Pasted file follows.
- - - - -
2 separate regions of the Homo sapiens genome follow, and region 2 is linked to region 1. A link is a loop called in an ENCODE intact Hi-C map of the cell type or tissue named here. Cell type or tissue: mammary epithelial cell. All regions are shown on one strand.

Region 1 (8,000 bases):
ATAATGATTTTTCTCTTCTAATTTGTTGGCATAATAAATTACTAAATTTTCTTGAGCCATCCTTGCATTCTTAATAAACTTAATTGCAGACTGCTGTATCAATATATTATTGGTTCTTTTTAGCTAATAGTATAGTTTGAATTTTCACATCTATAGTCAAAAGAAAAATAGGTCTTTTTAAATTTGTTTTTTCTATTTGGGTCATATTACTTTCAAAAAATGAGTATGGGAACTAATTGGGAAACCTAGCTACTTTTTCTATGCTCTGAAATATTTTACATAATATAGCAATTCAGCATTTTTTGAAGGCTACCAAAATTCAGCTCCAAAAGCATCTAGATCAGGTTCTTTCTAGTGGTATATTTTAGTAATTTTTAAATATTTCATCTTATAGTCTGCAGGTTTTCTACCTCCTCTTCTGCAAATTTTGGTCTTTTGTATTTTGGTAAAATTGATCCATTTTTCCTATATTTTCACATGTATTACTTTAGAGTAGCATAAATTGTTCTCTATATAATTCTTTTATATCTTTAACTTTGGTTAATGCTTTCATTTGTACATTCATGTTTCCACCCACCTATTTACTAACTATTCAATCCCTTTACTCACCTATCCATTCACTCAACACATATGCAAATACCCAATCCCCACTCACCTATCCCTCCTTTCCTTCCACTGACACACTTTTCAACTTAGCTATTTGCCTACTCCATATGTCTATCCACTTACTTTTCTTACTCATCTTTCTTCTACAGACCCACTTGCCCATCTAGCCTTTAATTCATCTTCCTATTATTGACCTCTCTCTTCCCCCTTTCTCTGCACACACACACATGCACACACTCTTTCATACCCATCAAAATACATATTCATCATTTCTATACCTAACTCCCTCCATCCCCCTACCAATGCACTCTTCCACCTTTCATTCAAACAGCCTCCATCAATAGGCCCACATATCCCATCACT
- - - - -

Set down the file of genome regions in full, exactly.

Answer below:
2 separate regions of the Homo sapiens genome follow, and region 2 is linked to region 1. A link is a loop called in an ENCODE intact Hi-C map of the cell type or tissue named here. Cell type or tissue: mammary epithelial cell. All regions are shown on one strand.

Region 1 (8,000 bases):
ATAATGATTTTTCTCTTCTAATTTGTTGGCATAATAAATTACTAAATTTTCTTGAGCCATCCTTGCATTCTTAATAAACTTAATTGCAGACTGCTGTATCAATATATTATTGGTTCTTTTTAGCTAATAGTATAGTTTGAATTTTCACATCTATAGTCAAAAGAAAAATAGGTCTTTTTAAATTTGTTTTTTCTATTTGGGTCATATTACTTTCAAAAAATGAGTATGGGAACTAATTGGGAAACCTAGCTACTTTTTCTATGCTCTGAAATATTTTACATAATATAGCAATTCAGCATTTTTTGAAGGCTACCAAAATTCAGCTCCAAAAGCATCTAGATCAGGTTCTTTCTAGTGGTATATTTTAGTAATTTTTAAATATTTCATCTTATAGTCTGCAGGTTTTCTACCTCCTCTTCTGCAAATTTTGGTCTTTTGTATTTTGGTAAAATTGATCCATTTTTCCTATATTTTCACATGTATTACTTTAGAGTAGCATAAATTGTTCTCTATATAATTCTTTTATATCTTTAACTTTGGTTAATGCTTTCATTTGTACATTCATGTTTCCACCCACCTATTTACTAACTATTCAATCCCTTTACTCACCTATCCATTCACTCAACACATATGCAAATACCCAATCCCCACTCACCTATCCCTCCTTTCCTTCCACTGACACACTTTTCAACTTAGCTATTTGCCTACTCCATATGTCTATCCACTTACTTTTCTTACTCATCTTTCTTCTACAGACCCACTTGCCCATCTAGCCTTTAATTCATCTTCCTATTATTGACCTCTCTCTTCCCCCTTTCTCTGCACACACACACATGCACACACTCTTTCATACCCATCAAAATACATATTCATCATTTCTATACCTAACTCCCTCCATCCCCCTACCAATGCACTCTTCCACCTTTCATTCAAACAGCCTCCATCAATAGGCCCACATATCCCATCACT